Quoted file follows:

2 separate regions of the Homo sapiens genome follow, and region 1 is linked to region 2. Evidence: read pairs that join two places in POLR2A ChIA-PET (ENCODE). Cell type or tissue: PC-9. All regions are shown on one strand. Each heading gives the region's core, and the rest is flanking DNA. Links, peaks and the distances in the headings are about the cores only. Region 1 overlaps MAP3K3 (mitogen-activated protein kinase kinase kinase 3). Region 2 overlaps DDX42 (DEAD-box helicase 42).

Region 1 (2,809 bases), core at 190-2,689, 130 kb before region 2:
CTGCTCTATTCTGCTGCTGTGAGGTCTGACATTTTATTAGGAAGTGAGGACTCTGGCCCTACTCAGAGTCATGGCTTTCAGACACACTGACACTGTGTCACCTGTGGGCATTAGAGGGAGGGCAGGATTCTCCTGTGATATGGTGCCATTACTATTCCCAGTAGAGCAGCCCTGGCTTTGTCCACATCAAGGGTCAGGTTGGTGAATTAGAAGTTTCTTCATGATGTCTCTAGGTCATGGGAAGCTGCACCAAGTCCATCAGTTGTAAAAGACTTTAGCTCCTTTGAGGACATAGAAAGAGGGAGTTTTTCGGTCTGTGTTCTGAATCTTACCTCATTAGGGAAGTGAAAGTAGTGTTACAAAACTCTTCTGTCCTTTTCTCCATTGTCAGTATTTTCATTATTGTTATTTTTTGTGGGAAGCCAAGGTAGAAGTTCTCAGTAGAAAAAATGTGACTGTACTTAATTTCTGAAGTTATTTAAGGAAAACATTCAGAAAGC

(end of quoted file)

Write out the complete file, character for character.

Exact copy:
2 separate regions of the Homo sapiens genome follow, and region 1 is linked to region 2. Evidence: read pairs that join two places in POLR2A ChIA-PET (ENCODE). Cell type or tissue: PC-9. All regions are shown on one strand. Each heading gives the region's core, and the rest is flanking DNA. Links, peaks and the distances in the headings are about the cores only. Region 1 overlaps MAP3K3 (mitogen-activated protein kinase kinase kinase 3). Region 2 overlaps DDX42 (DEAD-box helicase 42).

Region 1 (2,809 bases), core at 190-2,689, 130 kb before region 2:
CTGCTCTATTCTGCTGCTGTGAGGTCTGACATTTTATTAGGAAGTGAGGACTCTGGCCCTACTCAGAGTCATGGCTTTCAGACACACTGACACTGTGTCACCTGTGGGCATTAGAGGGAGGGCAGGATTCTCCTGTGATATGGTGCCATTACTATTCCCAGTAGAGCAGCCCTGGCTTTGTCCACATCAAGGGTCAGGTTGGTGAATTAGAAGTTTCTTCATGATGTCTCTAGGTCATGGGAAGCTGCACCAAGTCCATCAGTTGTAAAAGACTTTAGCTCCTTTGAGGACATAGAAAGAGGGAGTTTTTCGGTCTGTGTTCTGAATCTTACCTCATTAGGGAAGTGAAAGTAGTGTTACAAAACTCTTCTGTCCTTTTCTCCATTGTCAGTATTTTCATTATTGTTATTTTTTGTGGGAAGCCAAGGTAGAAGTTCTCAGTAGAAAAAATGTGACTGTACTTAATTTCTGAAGTTATTTAAGGAAAACATTCAGAAAGC